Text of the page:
by Kerry Dougherty
As I wrote this I debated whether or not to put a question mark at the end of my headline. Newport News School Chief About To Be Sacked?
I decided against it.
News reports seem certain that the Newport News School Board will vote tonight to fire School Superintendent George Parker for his cumulative failure to prevent three shootings on school property in 18 months.
The latest and most horrific, of course, was the shooting of first grade teacher Abigail Zwerner by one of her 6-year-old students on January 6.
“The Newport News School Board will vote Wednesday evening on the firing of superintendent George Parker and appointing an interim in his place,” reports The Daily Press.
“The special board meeting was announced Tuesday, and follows a series of closed meeting discussions the board has held in the past two weeks…
“Parker has faced a barrage of criticism since the Jan. 6 shooting of first-grade teacher Abigail Zwerner. The shooting is the third on school property in 18 months, following the 2021 shootings at Heritage and Menchville high schools.
Teachers, parents and community members have blamed the administration for failing to properly handle “out of control” student behavior, and have called for Parker’s removal. Dozens of teachers and parents spoke at last week’s board meeting to express their anger, and others have sent letters to school board members.”
Complaints about the superintendent concentrate largely on a widespread lack of support for teachers by administrators as they try to deal with discipline problems in their classrooms. The Washington Post reported last weekend that the child accused of shooting his teacher had been the subject of numerous behavioral complaints. He allegedly terrorized his classmates by throwing furniture and had frightened another teacher by telling her he wanted to set her on fire and watch her die.
Yet there he was, still in class, in January.
What does it take to be booted from classrooms in Newport News? Continue reading
by Shaun Kenney
There are certain political groups that we rightly exclude from the political commons. Not because in doing so they are antithetical to our ideas of liberalism (lowercase-L) or democracy (lowercase-D), but because they are antithetical to the moral tradition from which both liberalism and democracy spring.
Of course, our Founders were wise enough to give classical liberalism and the democratic spirit the guidelines required to thrive. Through constitutional limitations on the power of federal overreach, the various factions as defined by Madison are balanced by the traditions and processes which guarantee our liberties and basic rights.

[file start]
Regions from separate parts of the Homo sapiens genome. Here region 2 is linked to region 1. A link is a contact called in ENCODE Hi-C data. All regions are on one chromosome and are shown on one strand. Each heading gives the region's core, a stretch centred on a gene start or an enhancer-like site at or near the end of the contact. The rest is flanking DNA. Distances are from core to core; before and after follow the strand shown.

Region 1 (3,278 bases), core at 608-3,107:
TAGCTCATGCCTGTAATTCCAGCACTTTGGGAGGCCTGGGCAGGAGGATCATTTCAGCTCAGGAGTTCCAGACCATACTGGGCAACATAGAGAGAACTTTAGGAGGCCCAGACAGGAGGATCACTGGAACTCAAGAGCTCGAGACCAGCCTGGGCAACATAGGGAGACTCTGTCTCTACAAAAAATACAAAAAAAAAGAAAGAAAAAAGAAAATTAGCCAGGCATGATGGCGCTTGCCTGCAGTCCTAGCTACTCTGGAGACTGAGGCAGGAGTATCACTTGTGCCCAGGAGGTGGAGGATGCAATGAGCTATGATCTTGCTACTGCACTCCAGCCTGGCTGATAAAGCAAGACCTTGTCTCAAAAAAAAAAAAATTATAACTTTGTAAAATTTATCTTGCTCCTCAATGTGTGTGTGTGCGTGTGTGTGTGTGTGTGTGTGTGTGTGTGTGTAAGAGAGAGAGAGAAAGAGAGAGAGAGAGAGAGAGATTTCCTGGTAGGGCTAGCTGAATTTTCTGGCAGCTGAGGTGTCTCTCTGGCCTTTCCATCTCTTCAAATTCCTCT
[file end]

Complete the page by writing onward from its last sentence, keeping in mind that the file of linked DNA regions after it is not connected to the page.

So, there’s a reason why Nazis are not welcome to participate in public life, even if they are tolerated in the public square as something to be mocked. There’s a reason why the Ku Klux Klan doesn’t receive a forum, even though they are mocked ruthlessly in the film and entertainment industry.
And there’s a reason why the ASS (After School Satan) Club doesn’t get to be in our public schools. From WAVY 13:
A flyer advertising the club started circulating on social media promoting the club, which is set to launch at B.M. Williams Primary School on Dec. 15.
“We are non-theistic,” said Rose Bastet, a volunteer organizing the new club. “I understand the apprehension behind the satanic name, but he is just an imaginary figure that we look to because he is the eternal rebel that fought for justice and humanity.”
by Asra Q. Nomani
FAIRFAX COUNTY, Va. — Tears of joy came to the eyes of special education advocates Callie Oettinger and Debra Tisler as they read a much-anticipated decision by the U.S. Department of Education’s Office of Civil Rights.
For years, they have been advocating — to deaf ears in Fairfax County Public Schools and the entire state of Virginia — on behalf of students denied educational services under the Individuals with Disabilities Education Act. Today, the U.S. Department of Education ruled that they were indeed correct.
“This is a victory for every parent,” said Oettinger. “In 2020, we knew that the actions that FCPS was taking were in noncompliance with IDEA. We are now vindicated, and every parent should contact FCPS to make sure that every child receives COMPENSATORY EDUCATION and other services that meet their needs.”
The key words here are to ask for COMPENSATORY EDUCATION. Many parents with special needs children paid out of pocket and took on second jobs to pay for tutors and other services to meet educational needs that Fairfax County failed to provide. And many other parents couldn’t afford these extra services, and their children were left behind. Continue reading